The Tragic True Story Behind HBO's Michelle Carter Documentary, 'I Love You, Now Die'

Part one of HBO’s new doc, I Love You, Now Die, premiered last night, but even if you missed it, chances are you were already familiar with some of the disturbing details of this viral crime. The two-part series tells the story of two teenagers: Michelle Carter and Conrad Roy III. Michelle was a high schooler from Massachusetts and Conrad was her boyfriend. They were supposed to be in love, until she encouraged him to commit suicide over text.

Her trial caused a media frenzy back in 2016, and the details of the case are more shocking and unsettling than imaginable. Before part two is released tonight, here’s everything you need to know:

What happened, exactly?

Michelle and Conrad—teens who lived about an hour from each other in two separate Massachusetts towns—met in 2012 when they were both visiting family in Florida. Despite their long-distance relationship (the two only meet in person a handful of times), they texted and talked on the phone nonstop for nearly two years.

In July of 2014, Conrad was found dead in his car in Fairhaven, MA after committing suicide by carbon-monoxide poisoning. He was just 18 years old.

Soon after, police discovered shocking texts from Michelle to Conrad just moments before his death, urging him to kill himself. The texts, which are incredibly disturbing, range from Michelle outlining different ways he could go about it, to convincing Conrad to get back in the car when he began to question his decision.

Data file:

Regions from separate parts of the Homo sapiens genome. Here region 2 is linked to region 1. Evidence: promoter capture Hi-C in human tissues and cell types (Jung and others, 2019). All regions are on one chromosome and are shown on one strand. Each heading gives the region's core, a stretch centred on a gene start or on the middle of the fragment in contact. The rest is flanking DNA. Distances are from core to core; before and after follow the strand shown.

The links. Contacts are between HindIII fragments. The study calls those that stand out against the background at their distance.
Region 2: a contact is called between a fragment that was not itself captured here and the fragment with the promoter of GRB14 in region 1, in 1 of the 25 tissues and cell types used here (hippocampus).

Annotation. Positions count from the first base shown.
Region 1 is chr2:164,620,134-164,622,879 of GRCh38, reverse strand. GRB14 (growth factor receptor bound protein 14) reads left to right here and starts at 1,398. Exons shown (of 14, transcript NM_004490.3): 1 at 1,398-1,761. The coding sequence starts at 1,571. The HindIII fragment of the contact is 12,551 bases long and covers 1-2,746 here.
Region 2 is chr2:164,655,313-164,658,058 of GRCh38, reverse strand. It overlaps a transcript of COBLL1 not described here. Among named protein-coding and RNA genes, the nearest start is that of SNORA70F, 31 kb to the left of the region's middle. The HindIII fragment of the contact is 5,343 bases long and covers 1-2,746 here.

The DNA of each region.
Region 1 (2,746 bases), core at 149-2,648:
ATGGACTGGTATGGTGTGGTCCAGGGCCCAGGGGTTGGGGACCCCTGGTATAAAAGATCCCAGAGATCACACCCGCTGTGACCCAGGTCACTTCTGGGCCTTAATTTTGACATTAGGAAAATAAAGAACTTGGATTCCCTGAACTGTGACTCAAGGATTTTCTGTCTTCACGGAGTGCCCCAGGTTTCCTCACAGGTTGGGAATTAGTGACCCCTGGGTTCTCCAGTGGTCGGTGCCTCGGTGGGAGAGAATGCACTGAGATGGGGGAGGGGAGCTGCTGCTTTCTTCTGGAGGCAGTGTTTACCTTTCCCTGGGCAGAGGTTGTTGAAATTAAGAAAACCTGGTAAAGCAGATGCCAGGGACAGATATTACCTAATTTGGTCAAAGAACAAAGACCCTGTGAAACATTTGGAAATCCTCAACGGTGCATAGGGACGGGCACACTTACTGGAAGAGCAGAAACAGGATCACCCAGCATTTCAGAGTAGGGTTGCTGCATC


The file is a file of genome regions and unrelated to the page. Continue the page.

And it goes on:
Tell me about the trial:

Michelle was charged with involuntary manslaughter in July 2017. She was found guilty and given a 15-month prison sentence. After her appeal was rejected, she began her sentence in February of 2019.

What does the doc show, exactly?

The upcoming features footage from the trial—from the only video cameras allowed inside the court—as well as interviews with family members, friends, and even Conrad’s immediate family. Other players like Michelle’s defense attorney, also speak out.

The two-part doc will also focus on both sides of the tragic story.

Part one of the doc focuses on the prosecution’s side of the story, and part two, the defense. director Erin Lee Carr told Marie Claire she wanted the audience to feel like the jury in order to spark debate and conversation about mental health in the digital age.

Watch Part One

Part two airs tonight, July 10 at 8 p.m.

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